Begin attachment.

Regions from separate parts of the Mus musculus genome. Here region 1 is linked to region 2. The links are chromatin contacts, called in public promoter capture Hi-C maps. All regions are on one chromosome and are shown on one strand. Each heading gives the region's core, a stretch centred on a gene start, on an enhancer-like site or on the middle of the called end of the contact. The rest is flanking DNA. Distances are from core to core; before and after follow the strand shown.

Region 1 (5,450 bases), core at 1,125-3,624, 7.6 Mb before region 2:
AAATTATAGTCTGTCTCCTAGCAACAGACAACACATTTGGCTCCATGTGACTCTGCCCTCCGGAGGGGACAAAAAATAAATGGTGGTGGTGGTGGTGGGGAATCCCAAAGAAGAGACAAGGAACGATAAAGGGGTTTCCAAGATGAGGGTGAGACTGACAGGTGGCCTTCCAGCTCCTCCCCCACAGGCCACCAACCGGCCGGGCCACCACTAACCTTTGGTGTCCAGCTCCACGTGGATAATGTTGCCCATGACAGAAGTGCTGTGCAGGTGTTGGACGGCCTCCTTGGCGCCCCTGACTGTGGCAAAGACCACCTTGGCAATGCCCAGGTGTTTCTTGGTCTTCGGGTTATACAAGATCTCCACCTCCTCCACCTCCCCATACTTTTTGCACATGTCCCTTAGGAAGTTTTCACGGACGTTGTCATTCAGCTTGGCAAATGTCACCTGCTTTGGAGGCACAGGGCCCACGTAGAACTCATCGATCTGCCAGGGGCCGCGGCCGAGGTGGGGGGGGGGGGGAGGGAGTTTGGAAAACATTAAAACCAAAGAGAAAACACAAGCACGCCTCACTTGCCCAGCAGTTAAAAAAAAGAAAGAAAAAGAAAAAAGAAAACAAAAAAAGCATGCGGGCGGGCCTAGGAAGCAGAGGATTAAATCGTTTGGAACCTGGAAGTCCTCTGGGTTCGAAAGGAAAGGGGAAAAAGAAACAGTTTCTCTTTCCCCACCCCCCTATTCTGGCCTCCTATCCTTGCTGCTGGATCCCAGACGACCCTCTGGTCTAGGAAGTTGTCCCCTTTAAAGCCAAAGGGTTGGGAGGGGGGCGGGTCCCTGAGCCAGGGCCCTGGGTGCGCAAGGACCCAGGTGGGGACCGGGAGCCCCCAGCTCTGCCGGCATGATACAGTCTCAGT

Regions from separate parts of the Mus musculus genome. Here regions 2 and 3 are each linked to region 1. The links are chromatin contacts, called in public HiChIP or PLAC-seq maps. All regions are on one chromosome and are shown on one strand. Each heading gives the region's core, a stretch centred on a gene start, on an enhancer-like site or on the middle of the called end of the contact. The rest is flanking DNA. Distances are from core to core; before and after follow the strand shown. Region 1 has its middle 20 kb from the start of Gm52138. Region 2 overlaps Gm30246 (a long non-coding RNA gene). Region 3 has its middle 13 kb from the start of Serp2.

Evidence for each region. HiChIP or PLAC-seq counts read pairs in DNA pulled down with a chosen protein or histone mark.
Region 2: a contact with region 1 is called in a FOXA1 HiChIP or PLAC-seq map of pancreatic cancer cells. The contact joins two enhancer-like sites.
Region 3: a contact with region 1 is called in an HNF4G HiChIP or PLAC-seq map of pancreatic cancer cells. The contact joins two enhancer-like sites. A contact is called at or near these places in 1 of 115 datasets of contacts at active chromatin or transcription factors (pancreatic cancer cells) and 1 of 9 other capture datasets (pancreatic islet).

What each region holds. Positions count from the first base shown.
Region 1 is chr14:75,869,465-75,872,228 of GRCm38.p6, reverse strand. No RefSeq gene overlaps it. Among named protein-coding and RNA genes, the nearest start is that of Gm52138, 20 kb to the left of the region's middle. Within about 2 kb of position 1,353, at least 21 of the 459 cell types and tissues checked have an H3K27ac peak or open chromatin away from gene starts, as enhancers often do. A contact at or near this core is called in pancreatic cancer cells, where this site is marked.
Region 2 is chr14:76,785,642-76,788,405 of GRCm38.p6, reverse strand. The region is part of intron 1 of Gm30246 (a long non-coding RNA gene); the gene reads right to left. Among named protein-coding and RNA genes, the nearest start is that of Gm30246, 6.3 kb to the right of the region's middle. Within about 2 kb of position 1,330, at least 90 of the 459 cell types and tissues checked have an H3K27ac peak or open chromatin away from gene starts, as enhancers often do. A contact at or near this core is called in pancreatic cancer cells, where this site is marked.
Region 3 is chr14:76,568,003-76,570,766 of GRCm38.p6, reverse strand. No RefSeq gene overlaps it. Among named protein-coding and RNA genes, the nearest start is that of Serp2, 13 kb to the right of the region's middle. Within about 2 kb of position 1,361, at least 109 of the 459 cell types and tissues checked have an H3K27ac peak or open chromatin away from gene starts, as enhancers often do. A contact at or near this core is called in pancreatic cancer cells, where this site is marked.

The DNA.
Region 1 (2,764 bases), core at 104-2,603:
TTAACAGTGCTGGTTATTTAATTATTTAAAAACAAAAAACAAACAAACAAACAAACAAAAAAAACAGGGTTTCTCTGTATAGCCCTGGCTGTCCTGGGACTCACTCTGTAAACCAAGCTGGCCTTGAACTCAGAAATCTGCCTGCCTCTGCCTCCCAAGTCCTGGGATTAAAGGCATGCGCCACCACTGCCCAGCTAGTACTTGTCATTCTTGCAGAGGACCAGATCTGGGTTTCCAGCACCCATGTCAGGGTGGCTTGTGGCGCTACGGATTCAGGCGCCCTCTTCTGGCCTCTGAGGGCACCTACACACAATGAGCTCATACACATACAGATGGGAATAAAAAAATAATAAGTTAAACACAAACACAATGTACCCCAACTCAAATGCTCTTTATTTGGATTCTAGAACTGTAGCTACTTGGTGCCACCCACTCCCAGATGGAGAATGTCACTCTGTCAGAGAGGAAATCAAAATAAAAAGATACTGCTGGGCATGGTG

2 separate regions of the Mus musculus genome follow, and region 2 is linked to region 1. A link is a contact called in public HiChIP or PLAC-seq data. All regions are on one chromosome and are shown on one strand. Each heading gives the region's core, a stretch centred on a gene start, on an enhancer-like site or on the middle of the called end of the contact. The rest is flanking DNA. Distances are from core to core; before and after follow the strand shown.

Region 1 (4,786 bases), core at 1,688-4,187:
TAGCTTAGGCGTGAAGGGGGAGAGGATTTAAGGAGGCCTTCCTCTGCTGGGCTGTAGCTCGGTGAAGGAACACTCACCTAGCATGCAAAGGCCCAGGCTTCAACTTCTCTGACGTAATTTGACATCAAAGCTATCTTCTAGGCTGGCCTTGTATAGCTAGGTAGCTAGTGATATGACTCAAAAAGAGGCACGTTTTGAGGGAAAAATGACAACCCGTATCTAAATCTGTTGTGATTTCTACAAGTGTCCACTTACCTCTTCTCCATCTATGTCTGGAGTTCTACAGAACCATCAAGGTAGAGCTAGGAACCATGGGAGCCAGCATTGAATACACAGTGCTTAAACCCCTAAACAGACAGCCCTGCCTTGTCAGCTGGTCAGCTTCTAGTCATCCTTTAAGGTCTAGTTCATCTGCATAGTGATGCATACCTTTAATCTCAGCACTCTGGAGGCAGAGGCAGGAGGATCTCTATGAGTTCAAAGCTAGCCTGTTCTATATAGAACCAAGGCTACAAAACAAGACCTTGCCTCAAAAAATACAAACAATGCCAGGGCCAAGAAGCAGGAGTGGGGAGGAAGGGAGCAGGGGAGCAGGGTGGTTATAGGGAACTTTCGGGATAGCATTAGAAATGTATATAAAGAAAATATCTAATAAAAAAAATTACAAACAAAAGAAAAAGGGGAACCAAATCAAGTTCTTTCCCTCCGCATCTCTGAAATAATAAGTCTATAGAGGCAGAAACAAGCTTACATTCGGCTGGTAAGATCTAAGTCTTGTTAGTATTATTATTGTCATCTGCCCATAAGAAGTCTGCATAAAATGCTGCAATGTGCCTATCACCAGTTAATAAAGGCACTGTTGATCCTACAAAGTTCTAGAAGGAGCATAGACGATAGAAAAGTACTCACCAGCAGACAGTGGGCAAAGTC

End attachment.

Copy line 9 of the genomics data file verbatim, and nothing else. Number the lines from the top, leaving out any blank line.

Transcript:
Region 1 is chr14:75,869,465-75,872,228 of GRCm38.p6, reverse strand. No RefSeq gene overlaps it. Among named protein-coding and RNA genes, the nearest start is that of Gm52138, 20 kb to the left of the region's middle. Within about 2 kb of position 1,353, at least 21 of the 459 cell types and tissues checked have an H3K27ac peak or open chromatin away from gene starts, as enhancers often do. A contact at or near this core is called in pancreatic cancer cells, where this site is marked.